When we collate a list of countries with the most Nobel Prize winners, then undoubtedly United States is at the top of the list. After all till date they have been awarded 270 Nobel Prize winners and the country which came in a distant second is United Kingdom with 117 winners.
However if we do a different type of listing we get a totally different picture. Let us count the number of prizes one in proportion to the number of people living in that particular country, and the results change dramatically. A per capita basis listing gives us the top ten countries listed below, and we assure you that the results will be surprising:
1. Iceland :
They have a population of less than half a million people and they have one Nobel Prize winner. The Nobel for literature was awarded to Haldor Laxness in 1955 for his “for his vivid epic power which has renewed the great narrative art of Iceland”. He wrote fifteen novels, poetry, short stories and travelogues.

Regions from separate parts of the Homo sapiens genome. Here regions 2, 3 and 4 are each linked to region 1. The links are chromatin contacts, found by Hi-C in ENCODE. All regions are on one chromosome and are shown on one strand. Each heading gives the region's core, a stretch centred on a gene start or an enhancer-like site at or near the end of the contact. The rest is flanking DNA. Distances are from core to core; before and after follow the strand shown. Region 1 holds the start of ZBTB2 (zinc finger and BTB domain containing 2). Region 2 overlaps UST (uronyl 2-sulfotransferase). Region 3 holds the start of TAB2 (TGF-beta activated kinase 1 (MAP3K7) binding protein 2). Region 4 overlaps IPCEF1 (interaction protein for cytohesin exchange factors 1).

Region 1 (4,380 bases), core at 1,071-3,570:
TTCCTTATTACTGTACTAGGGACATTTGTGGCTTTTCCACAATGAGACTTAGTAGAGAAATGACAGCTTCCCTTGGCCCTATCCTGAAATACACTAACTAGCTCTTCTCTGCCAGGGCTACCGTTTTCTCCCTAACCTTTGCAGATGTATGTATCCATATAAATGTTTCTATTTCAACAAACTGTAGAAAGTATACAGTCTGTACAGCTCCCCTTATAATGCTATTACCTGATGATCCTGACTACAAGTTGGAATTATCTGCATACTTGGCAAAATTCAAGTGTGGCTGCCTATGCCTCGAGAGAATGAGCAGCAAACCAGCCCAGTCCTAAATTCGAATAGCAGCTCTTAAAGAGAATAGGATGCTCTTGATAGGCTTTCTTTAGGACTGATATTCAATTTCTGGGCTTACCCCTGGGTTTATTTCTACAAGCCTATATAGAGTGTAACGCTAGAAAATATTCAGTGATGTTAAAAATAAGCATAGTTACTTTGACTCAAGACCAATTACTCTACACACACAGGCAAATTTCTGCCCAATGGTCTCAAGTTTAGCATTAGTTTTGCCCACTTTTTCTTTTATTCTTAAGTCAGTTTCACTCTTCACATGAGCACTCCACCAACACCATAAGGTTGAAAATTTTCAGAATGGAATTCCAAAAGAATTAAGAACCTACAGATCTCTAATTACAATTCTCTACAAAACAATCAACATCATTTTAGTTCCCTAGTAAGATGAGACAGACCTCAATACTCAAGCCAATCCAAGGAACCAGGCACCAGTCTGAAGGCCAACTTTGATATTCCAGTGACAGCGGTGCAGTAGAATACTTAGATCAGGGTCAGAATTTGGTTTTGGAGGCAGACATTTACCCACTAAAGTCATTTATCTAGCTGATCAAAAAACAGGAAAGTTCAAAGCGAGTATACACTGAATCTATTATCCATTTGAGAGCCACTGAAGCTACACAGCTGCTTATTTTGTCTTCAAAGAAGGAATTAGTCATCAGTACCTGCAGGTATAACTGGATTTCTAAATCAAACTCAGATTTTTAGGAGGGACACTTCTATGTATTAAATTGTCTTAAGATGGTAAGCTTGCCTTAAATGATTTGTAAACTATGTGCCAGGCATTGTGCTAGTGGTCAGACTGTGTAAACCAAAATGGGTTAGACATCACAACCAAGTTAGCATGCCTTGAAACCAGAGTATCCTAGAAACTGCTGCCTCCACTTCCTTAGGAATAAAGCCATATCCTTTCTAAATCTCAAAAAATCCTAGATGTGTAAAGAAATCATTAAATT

The birthplace of the Nobel Prize has won 28 Nobel prizes and has a population of only 9 million people. They have probably the world’s best per capita record on a per capita basis, being edged out by Iceland by a small fraction.
A close third is Switzerland with 26 winners and a small population of approximately 7.8 million people. They have given us many Medicine and Physics and Chemistry winners.
With a population of only 5.5 million people, Denmark has been honoured with 13 Nobel Prize winners. They have won four prizes for Medicine and in 1908 Fredrik Bajer won the Nobel Prize for Peace.
Another Scandinavian country in the Top Ten list is Norway. With a population of only 4.9 million, they have been the recipients of 11 awards, ranging from three in Literature in the years 1903, 1920 and 1928, to three in Economics in 1969, 1989 and 2004.